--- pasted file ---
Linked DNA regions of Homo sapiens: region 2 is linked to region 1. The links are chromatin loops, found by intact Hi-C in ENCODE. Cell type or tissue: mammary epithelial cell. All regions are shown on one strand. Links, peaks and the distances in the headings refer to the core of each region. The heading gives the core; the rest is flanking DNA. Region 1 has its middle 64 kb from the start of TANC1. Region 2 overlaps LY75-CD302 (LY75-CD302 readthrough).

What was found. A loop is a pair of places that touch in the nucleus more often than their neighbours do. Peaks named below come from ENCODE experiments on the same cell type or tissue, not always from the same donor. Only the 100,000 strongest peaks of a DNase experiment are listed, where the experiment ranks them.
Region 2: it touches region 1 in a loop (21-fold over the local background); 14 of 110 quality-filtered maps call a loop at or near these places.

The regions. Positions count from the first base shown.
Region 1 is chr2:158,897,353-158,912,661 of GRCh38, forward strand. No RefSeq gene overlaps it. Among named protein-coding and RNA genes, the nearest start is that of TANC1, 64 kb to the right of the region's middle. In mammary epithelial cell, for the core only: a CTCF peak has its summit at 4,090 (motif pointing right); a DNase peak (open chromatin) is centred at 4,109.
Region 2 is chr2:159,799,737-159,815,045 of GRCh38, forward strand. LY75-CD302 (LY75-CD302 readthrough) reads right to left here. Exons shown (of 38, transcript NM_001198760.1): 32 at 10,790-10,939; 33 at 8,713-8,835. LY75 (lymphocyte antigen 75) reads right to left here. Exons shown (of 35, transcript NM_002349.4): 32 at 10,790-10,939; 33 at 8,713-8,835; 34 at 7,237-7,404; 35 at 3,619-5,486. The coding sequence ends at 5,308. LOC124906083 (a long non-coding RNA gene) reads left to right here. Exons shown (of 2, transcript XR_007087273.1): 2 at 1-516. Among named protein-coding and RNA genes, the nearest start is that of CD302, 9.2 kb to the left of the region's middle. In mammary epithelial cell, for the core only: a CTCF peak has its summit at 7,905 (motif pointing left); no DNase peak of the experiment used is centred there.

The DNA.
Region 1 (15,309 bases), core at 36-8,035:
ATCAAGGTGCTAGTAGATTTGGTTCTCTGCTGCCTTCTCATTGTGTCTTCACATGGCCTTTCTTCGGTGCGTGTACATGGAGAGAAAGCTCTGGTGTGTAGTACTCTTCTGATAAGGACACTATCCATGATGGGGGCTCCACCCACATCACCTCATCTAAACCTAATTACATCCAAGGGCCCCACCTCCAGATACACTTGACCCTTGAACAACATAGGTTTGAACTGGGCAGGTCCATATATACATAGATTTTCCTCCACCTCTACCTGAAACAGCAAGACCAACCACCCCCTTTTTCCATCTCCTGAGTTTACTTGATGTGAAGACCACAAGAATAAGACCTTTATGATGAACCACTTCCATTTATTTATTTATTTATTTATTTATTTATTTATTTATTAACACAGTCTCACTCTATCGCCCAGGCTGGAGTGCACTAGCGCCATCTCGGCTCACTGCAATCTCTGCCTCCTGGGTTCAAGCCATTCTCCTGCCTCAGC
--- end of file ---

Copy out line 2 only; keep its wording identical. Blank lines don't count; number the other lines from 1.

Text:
What was found. A loop is a pair of places that touch in the nucleus more often than their neighbours do. Peaks named below come from ENCODE experiments on the same cell type or tissue, not always from the same donor. Only the 100,000 strongest peaks of a DNase experiment are listed, where the experiment ranks them.